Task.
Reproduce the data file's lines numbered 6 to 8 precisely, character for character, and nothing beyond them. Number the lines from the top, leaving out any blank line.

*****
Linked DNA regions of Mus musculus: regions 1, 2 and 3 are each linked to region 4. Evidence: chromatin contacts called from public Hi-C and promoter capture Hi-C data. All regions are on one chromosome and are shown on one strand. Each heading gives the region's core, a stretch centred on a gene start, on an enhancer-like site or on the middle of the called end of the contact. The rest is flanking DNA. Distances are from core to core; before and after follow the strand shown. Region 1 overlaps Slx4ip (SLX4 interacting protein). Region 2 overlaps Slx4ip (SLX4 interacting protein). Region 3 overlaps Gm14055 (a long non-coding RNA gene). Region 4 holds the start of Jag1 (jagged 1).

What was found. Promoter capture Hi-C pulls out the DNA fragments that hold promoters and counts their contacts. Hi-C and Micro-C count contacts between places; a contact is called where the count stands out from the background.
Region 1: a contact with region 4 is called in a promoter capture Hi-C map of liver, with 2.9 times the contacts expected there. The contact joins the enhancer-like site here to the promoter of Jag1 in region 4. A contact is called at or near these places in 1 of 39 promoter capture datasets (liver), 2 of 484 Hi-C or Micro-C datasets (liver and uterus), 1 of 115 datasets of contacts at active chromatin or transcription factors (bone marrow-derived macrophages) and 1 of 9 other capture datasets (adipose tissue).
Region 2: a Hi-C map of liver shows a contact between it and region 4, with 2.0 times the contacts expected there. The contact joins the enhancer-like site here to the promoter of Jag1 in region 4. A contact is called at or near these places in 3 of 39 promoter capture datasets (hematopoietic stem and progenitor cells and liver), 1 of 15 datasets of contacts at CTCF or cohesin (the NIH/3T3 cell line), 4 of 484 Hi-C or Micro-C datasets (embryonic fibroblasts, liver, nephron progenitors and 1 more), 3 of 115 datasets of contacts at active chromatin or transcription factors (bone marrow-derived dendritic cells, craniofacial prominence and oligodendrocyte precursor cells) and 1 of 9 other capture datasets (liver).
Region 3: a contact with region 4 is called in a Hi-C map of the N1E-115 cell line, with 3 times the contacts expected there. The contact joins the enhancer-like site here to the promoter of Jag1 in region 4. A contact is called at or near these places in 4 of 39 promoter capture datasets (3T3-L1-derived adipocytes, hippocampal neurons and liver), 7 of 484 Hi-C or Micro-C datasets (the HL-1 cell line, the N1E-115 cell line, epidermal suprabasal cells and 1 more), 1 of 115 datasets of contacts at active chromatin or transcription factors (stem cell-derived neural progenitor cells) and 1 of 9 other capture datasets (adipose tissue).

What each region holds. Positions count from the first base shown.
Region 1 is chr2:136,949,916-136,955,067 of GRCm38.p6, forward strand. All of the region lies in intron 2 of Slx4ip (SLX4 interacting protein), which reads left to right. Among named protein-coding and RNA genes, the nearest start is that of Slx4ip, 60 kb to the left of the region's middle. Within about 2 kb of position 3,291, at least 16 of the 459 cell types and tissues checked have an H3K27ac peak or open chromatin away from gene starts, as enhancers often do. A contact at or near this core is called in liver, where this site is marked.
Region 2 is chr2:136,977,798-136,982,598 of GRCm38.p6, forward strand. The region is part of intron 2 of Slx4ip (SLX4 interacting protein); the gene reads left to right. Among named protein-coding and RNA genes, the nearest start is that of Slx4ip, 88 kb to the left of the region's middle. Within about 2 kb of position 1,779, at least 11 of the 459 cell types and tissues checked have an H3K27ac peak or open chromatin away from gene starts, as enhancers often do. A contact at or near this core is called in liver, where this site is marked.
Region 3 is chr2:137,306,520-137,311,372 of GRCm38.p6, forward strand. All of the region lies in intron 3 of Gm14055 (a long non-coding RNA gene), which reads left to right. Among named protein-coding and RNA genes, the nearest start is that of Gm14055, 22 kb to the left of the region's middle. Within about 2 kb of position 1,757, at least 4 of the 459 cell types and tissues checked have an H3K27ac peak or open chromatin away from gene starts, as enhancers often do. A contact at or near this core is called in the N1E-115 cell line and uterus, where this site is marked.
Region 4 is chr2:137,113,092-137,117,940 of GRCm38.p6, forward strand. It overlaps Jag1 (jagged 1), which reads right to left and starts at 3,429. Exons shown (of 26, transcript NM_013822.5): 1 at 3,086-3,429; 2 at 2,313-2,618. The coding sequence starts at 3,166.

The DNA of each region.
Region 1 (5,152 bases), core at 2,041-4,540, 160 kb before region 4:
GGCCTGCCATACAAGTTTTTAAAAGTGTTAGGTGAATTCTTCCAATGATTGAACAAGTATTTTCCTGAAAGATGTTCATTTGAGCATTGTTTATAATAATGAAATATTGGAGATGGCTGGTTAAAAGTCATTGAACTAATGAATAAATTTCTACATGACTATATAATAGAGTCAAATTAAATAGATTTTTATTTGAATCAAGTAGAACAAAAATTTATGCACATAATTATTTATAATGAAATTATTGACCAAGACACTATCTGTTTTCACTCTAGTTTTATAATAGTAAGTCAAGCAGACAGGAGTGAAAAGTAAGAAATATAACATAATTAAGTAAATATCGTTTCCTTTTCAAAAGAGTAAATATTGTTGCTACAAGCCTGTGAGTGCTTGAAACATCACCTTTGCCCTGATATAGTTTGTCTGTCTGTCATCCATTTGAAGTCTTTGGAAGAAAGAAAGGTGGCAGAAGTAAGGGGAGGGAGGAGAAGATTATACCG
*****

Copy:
What each region holds. Positions count from the first base shown.
Region 1 is chr2:136,949,916-136,955,067 of GRCm38.p6, forward strand. All of the region lies in intron 2 of Slx4ip (SLX4 interacting protein), which reads left to right. Among named protein-coding and RNA genes, the nearest start is that of Slx4ip, 60 kb to the left of the region's middle. Within about 2 kb of position 3,291, at least 16 of the 459 cell types and tissues checked have an H3K27ac peak or open chromatin away from gene starts, as enhancers often do. A contact at or near this core is called in liver, where this site is marked.
Region 2 is chr2:136,977,798-136,982,598 of GRCm38.p6, forward strand. The region is part of intron 2 of Slx4ip (SLX4 interacting protein); the gene reads left to right. Among named protein-coding and RNA genes, the nearest start is that of Slx4ip, 88 kb to the left of the region's middle. Within about 2 kb of position 1,779, at least 11 of the 459 cell types and tissues checked have an H3K27ac peak or open chromatin away from gene starts, as enhancers often do. A contact at or near this core is called in liver, where this site is marked.